The Efffects Of Louis 16Th On France The French Revolution was a significant milestone in European history, remembered by many in historical and literary works. The situation in France, mostly under the leadership of Louis XVI, had a negative influence in France, thus creating a perfect climate for the French Revolution. France was plagued by both debt, and poor decision making. prior to 1789. France was poverty-stricken and burdened with some of the highest debts. On the and Interior Minister Chretien Guillaume de Lamoignon de Malesherbes (*The economic origins of the French revolution, pg. 4). Louis introduced some of the most oppressive taxes and instituted financial reforms. Greater refo ...
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  • The Influence Of Louis Armstrong - 1,212 words
    The Influence Of Louis Armstrong Louis Armstrong was the most successful and talented jazz musician in history. His influence and expansive career continues to make waves in the jazz world. That is what made him become what he is to many today - a legend. Born on August 4, 1901, in the poorest section of New Orleans, Armstrong grew up with his grandparents due to his parents' separation. On January 1, 1913 he made a mistake which turned out to be the best thing that ever happened to him. At a New Year's celebration in downtown New Orleans, Louis Armstrong, also known as "Satchmo" and "Satch", fired a pistol into the air and was placed in the Colored Waifs' Home. It was there that he was intr ...
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  • The Life Of Louis Pasteur - 1,186 words
    The Life of LOUIS PASTEUR Louis Pasteur was born on December 27, 1822, in Dle, a small town in France. He grew in a humble family and his father was a tanner. He graduated in 1840 from the College of Arts at Besancon and entered the prestigious Ecole Namale Supervieure, Paris, to work for his doctorate degree. He chose for his studies the then obscure science of crystallography, which was to have a great influence on his career. Pasteur entered the scientific world as a professor of physics at the Lycee of Tournon and started his research on the optical properties of crystals of tartaric acid salts. He found the two forms of this acid which could rotate the plane of polarization of light, on ...
    Related: louis, louis pasteur, pasteur, royal society, typhoid fever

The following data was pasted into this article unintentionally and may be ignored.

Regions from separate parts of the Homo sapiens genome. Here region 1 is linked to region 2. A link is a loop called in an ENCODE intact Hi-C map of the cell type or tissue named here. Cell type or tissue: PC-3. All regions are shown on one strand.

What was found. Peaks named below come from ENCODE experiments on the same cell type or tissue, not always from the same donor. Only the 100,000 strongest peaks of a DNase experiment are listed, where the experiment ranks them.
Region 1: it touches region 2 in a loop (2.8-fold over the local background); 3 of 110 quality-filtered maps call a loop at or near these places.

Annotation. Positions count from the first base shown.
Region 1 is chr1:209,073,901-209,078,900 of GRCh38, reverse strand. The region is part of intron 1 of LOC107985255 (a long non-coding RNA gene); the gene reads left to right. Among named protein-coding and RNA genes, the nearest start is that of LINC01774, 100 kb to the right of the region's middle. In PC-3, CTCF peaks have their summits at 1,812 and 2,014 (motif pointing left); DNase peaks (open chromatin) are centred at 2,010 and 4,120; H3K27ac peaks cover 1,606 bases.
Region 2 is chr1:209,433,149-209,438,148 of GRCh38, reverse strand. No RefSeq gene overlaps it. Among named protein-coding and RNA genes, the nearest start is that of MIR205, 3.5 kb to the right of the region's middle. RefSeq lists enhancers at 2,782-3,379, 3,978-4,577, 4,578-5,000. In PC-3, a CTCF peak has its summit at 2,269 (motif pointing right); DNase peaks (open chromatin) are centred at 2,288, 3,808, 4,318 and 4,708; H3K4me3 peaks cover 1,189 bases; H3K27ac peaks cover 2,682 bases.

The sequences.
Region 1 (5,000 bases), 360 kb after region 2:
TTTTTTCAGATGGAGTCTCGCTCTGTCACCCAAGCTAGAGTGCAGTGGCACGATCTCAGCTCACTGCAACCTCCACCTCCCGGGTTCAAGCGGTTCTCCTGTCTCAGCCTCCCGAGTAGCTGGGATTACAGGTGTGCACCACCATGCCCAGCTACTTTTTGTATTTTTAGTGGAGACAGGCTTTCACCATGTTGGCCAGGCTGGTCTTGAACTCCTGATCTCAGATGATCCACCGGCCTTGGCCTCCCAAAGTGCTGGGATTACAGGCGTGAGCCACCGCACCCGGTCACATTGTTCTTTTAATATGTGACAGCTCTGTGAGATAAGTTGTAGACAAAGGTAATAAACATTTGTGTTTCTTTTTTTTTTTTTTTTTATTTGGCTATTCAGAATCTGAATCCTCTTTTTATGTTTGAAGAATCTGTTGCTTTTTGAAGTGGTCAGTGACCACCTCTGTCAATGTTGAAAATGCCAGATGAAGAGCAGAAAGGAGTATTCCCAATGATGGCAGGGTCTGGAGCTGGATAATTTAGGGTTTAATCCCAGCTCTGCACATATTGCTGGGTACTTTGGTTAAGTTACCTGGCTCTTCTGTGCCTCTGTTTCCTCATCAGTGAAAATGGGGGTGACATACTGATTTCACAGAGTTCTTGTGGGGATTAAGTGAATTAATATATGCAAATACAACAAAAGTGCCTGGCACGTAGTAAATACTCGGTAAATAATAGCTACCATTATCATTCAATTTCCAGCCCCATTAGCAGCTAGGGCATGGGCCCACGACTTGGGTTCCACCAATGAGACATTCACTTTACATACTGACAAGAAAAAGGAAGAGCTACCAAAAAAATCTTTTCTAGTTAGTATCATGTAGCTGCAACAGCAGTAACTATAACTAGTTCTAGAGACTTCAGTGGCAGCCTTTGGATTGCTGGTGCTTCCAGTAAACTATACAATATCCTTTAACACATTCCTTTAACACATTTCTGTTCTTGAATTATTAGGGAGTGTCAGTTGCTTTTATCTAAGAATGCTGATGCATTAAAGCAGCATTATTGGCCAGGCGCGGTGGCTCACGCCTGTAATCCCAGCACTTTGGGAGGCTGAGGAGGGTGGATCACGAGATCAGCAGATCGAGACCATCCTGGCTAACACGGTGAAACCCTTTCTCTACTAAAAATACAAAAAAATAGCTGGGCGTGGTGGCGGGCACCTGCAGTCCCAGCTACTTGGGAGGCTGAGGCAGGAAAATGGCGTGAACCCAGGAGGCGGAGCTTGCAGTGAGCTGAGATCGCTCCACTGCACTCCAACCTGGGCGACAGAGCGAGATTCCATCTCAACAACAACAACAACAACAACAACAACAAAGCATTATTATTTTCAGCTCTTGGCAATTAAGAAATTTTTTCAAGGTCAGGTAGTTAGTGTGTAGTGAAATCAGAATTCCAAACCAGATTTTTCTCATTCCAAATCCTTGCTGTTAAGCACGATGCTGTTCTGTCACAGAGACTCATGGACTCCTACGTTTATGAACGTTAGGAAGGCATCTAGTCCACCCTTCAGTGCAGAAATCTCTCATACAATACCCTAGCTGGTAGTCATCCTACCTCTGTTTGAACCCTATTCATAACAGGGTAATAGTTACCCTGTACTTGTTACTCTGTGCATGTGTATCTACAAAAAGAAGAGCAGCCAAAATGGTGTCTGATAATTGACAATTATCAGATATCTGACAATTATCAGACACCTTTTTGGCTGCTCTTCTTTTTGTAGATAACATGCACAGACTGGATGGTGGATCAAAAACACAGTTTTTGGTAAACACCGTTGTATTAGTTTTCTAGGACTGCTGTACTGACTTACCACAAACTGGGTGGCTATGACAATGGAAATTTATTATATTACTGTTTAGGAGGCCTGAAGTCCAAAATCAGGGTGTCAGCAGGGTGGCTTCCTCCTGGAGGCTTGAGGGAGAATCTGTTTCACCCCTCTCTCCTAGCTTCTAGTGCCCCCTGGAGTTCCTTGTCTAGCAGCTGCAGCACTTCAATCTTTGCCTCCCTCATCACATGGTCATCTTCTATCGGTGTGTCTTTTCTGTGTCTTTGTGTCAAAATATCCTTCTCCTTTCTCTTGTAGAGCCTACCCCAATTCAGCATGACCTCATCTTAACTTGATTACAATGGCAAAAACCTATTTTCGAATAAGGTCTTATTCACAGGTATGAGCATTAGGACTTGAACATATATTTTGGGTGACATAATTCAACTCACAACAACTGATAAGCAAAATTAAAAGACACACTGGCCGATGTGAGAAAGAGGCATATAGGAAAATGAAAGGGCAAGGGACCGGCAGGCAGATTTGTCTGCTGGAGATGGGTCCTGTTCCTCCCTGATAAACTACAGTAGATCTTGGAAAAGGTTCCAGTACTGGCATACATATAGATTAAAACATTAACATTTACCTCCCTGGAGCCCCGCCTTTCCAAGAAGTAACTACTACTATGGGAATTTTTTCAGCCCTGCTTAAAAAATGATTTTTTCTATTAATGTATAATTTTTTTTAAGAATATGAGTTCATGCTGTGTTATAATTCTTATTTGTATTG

• The Metis Mon April 5, 92 The Metis Were Partly French And Partly Indian Their Leader Was Called Louis Riel Following The Uni - 526 words
    The Metis Mon April 5, 92 *********** ================= The Metis were partly french and partly indian. Their leader was called Louis riel. Following the Union of the Hudson's Bay Company and the North West Company in 1821, trading had been reorganized in order to reduce expenses. Since there was no longer competition in the fur trade, it was unnecessary to have two or more posts serving a single trading district. For this reason, some posts had been closed and the number of brigades reduced. This reorganization had led to some unemployment amoung Metis who for years had been working in the fur trade. The Hudson Bay Company had attempted to assist these these men by encouraging them to engag ...
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  • The Prolific Trumpeter Who Became A World Ambassador For Jazz, Louis Armstrong Learned To Blow On A Bugle In Reform School Wh - 526 words
    The prolific trumpeter who became a world ambassador for jazz, Louis Armstrong learned to blow on a bugle in reform school when he was 13. His intuitive genius for improvisation changed the course of jazz, but after the 1940s mugging dominated his performances and he had his greatest success as a pop singer. Louis Daniel Armstrong popularly known as Satchmo and Pops was born on July 4, 1900, in New Orleans, the birthplace of American jazz. His father, Willie, was a day laborer in a turpentine plant, and his mother, Mayann (Mary Ann), worked chiefly as a domestic. His grandparents had been slaves. Dippermouth (his original nickname) picked up small change by singing and dancing with other str ...
    Related: ambassador, armstrong, blow, louis, louis armstrong, prolific, reform